Argument analysis: Court unlikely to resolve complex issues about scope of sovereign and tribal immunity
on Jan 10, 2017 at 10:16 am
There are some oral arguments in which it becomes apparent that the court made a mistake in granting certiorari. Monday’s argument in Lewis v. Clarke is one of those cases. As described in my argument preview, the case involves a car accident in Connecticut in which the defendant was an employee of an Indian tribe, which asserted a defense of sovereign immunity. The case exposes some interesting problems in the court’s jurisprudence regarding sovereign immunity generally, the characterization of claims for sovereign immunity purposes and the scope of Indian tribe immunity. But the oral argument leaves the impression that the court may have bitten off more than it can chew. Given the absence of a ninth vote, the most likely result is a punt.
The argument began with the lawyers for the Lewises, Eric Miller. Miller described the other side as taking the position that “plaintiffs who have had no connection to an Indian tribe whatsoever who were injured as a result of a tribal employee’s negligence in carrying on a commercial activity miles away from a reservation should have no remedy except whatever the tribe chooses to provide in tribal court.” This would, he asserted, “represent an extraordinary and unwarranted expansion of tribal immunity.”
Several justices, including Justices Ruth Bader Ginsburg, Sonia Sotomayor and Elena Kagan, pressed Miller on the differences between tribes and other sovereigns, such as states and the federal government. The federal government has legislated against the backdrop of Supreme Court cases and specified how cases against its employees should proceed – basically, against the government and not the individuals (unless they are acting unconstitutionally, as in section 1983 actions). Over the course of the argument, we learned that some states have waived sovereign immunity in these cases, while others have not, requiring a plaintiff to proceed against an individual state employee. At the end of this discussion, the big question was whether the tribes should be treated as equal to or different from states.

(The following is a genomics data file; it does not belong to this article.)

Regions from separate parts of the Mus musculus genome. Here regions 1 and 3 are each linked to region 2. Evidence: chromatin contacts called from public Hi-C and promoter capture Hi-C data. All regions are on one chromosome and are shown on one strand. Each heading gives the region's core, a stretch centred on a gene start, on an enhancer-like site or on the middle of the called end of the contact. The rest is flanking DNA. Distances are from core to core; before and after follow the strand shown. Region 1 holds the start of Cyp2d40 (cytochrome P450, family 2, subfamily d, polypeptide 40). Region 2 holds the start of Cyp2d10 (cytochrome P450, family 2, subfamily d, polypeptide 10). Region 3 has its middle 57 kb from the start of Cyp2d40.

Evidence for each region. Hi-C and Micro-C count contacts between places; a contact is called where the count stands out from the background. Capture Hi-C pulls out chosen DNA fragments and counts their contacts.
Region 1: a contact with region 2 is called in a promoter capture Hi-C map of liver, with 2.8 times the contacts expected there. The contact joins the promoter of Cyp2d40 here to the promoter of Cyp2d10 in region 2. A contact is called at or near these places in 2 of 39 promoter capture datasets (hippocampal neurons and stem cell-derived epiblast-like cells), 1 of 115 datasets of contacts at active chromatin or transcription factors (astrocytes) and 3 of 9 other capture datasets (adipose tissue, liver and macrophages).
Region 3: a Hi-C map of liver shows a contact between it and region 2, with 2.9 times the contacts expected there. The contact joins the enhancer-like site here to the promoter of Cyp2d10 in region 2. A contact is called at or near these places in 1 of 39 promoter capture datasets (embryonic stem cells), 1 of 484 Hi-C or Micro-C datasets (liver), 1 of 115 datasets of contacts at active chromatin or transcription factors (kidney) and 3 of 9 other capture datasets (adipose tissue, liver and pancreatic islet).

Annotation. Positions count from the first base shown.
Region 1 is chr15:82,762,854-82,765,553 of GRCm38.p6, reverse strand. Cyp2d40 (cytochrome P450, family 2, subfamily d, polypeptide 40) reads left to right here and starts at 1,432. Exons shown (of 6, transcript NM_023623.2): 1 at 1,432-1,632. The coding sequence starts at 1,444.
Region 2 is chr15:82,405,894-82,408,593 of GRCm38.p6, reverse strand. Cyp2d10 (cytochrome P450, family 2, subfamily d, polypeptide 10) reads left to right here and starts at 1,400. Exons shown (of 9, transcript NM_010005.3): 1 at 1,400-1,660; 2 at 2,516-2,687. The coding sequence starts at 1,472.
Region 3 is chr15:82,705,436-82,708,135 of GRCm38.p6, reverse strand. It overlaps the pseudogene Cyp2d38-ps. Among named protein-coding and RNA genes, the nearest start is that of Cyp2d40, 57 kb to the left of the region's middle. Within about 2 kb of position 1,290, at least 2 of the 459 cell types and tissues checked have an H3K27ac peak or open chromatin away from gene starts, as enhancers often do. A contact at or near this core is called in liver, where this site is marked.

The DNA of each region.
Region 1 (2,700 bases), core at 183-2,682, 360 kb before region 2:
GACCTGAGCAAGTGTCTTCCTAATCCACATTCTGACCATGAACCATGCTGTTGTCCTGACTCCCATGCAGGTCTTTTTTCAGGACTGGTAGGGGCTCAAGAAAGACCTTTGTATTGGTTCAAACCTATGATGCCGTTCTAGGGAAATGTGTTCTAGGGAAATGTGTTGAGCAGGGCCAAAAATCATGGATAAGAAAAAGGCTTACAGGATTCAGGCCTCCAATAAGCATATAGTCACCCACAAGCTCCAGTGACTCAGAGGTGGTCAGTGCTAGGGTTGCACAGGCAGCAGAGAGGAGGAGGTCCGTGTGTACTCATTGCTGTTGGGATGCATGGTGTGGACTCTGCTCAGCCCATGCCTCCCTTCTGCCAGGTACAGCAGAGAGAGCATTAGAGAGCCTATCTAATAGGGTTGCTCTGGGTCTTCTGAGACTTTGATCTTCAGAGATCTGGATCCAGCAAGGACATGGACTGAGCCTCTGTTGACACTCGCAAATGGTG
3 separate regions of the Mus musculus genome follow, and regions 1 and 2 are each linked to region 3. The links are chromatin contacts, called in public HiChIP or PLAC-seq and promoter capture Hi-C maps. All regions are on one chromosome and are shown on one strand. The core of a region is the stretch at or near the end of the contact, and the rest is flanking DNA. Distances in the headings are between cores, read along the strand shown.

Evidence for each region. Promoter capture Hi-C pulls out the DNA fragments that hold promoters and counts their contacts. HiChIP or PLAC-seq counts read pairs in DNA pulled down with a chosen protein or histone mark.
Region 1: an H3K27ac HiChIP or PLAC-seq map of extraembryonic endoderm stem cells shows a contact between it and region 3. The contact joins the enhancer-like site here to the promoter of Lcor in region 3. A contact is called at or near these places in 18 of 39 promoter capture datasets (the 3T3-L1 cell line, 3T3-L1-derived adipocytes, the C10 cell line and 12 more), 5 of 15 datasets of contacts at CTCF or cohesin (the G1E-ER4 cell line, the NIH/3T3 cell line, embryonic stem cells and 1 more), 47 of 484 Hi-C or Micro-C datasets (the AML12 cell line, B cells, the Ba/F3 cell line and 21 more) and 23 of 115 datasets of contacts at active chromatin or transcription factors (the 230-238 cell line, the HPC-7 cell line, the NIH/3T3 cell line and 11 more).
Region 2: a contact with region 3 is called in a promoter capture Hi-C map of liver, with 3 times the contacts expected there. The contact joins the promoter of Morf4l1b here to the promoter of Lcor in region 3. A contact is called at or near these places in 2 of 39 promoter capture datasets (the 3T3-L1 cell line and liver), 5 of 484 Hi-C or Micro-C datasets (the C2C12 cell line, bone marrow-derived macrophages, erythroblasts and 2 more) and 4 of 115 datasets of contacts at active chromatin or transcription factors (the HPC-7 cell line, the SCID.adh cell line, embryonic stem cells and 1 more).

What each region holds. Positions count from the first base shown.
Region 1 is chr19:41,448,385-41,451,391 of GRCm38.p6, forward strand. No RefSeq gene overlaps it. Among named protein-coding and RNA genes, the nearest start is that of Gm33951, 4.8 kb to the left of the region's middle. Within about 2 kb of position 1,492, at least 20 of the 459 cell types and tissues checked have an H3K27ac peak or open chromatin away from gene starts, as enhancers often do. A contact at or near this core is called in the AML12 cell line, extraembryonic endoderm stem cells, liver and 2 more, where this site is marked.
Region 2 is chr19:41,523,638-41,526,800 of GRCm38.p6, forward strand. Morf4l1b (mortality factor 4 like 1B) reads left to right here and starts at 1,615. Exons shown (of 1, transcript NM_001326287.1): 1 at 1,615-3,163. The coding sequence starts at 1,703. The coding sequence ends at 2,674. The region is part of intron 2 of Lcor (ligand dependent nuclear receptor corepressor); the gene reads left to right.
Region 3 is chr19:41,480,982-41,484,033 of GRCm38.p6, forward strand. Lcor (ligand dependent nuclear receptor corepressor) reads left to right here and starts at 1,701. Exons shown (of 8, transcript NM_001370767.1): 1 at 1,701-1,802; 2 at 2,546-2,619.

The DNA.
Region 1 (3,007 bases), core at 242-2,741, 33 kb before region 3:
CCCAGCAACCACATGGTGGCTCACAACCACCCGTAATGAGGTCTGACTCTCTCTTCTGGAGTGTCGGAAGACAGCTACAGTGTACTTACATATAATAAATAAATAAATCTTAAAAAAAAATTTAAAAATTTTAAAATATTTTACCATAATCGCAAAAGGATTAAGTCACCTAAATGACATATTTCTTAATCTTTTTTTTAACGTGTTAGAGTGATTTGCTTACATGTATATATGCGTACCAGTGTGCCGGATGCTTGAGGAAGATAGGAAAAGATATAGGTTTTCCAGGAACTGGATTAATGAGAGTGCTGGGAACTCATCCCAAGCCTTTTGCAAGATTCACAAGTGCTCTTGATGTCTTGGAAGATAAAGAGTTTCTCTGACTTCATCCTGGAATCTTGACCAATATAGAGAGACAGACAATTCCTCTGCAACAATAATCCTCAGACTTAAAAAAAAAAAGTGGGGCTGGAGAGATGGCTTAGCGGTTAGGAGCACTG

Another line of questioning for Miller was more general, asking whether the court should continue to support its precedents that draw a distinction between suits against individuals and sovereigns. Kagan pressed the point. She seemed inclined to focus more on who ultimately pays for any damages, as opposed to who is named in the complaint. She asked, “why shouldn’t it be the rule that if the State pays, we should understand it to be a suit against the State[?]” Kagan’s question invited the court to revisit several settled precedents, but there seemed to be little interest in this among the other justices.
In a series of questions, Justices Samuel Alito and Ginsburg wondered whether a state could expand the immunity of a tribe. Alito asked this pointedly (and incredulously), before Ginsburg recharacterized it as whether Connecticut could use principles of comity to defer to tribal proceedings in this case. Miller suggested this was possible, but stated that it was not the explicit basis of the decision below.
The broad implications of this view were articulated in a colloquy with Chief Justice John Roberts, who asked the government for its position on whether “sovereign immunity [should apply] to tribal entities at all.” He was referring, among other cases, to the court’s recent decision in Michigan v. Bay Mills Indian Community, in which the court hinted at the possibility of no tribal immunity in a narrow class of cases. The most obvious of these was when the plaintiff would have no remedy at all because of sovereign immunity. The government took the position that this issue was not presented in yesterday’s case, because there was a potential remedy in tribal court. Reading the tea leaves, one senses several votes on the current court to further limit the concept of tribal sovereign immunity. But this case, involving a simple act of negligence that takes place off the reservation, may be too weak a foundation on which to ground the reconsideration of tribal sovereign immunity.